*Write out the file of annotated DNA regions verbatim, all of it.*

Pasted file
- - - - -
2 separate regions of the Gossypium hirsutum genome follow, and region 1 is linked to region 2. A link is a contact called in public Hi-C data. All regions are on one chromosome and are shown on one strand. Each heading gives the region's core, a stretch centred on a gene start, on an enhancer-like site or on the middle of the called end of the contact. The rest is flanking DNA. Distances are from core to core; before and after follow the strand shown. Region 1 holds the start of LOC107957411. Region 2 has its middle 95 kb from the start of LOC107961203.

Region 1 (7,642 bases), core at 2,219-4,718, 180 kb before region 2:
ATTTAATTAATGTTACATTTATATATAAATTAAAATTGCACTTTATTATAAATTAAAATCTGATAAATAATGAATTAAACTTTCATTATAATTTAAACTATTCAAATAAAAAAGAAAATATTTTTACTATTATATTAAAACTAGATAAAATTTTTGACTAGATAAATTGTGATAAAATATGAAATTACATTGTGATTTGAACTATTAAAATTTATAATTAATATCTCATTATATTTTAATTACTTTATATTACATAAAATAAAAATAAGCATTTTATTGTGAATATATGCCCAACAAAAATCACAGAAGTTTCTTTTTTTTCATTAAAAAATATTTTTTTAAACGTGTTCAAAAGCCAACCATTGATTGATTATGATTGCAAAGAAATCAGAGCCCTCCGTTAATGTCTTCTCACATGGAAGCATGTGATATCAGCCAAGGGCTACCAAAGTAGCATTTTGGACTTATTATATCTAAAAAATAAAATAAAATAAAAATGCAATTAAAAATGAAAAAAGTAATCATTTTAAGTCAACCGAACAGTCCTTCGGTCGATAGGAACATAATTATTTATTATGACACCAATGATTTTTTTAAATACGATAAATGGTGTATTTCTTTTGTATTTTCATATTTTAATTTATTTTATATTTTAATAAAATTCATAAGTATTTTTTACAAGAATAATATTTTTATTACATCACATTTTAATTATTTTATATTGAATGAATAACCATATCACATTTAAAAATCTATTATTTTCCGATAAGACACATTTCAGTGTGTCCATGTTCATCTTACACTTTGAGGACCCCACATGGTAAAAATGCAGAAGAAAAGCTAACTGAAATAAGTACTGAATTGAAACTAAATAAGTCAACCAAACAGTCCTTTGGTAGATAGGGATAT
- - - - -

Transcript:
2 separate regions of the Gossypium hirsutum genome follow, and region 1 is linked to region 2. A link is a contact called in public Hi-C data. All regions are on one chromosome and are shown on one strand. Each heading gives the region's core, a stretch centred on a gene start, on an enhancer-like site or on the middle of the called end of the contact. The rest is flanking DNA. Distances are from core to core; before and after follow the strand shown. Region 1 holds the start of LOC107957411. Region 2 has its middle 95 kb from the start of LOC107961203.

Region 1 (7,642 bases), core at 2,219-4,718, 180 kb before region 2:
ATTTAATTAATGTTACATTTATATATAAATTAAAATTGCACTTTATTATAAATTAAAATCTGATAAATAATGAATTAAACTTTCATTATAATTTAAACTATTCAAATAAAAAAGAAAATATTTTTACTATTATATTAAAACTAGATAAAATTTTTGACTAGATAAATTGTGATAAAATATGAAATTACATTGTGATTTGAACTATTAAAATTTATAATTAATATCTCATTATATTTTAATTACTTTATATTACATAAAATAAAAATAAGCATTTTATTGTGAATATATGCCCAACAAAAATCACAGAAGTTTCTTTTTTTTCATTAAAAAATATTTTTTTAAACGTGTTCAAAAGCCAACCATTGATTGATTATGATTGCAAAGAAATCAGAGCCCTCCGTTAATGTCTTCTCACATGGAAGCATGTGATATCAGCCAAGGGCTACCAAAGTAGCATTTTGGACTTATTATATCTAAAAAATAAAATAAAATAAAAATGCAATTAAAAATGAAAAAAGTAATCATTTTAAGTCAACCGAACAGTCCTTCGGTCGATAGGAACATAATTATTTATTATGACACCAATGATTTTTTTAAATACGATAAATGGTGTATTTCTTTTGTATTTTCATATTTTAATTTATTTTATATTTTAATAAAATTCATAAGTATTTTTTACAAGAATAATATTTTTATTACATCACATTTTAATTATTTTATATTGAATGAATAACCATATCACATTTAAAAATCTATTATTTTCCGATAAGACACATTTCAGTGTGTCCATGTTCATCTTACACTTTGAGGACCCCACATGGTAAAAATGCAGAAGAAAAGCTAACTGAAATAAGTACTGAATTGAAACTAAATAAGTCAACCAAACAGTCCTTTGGTAGATAGGGATAT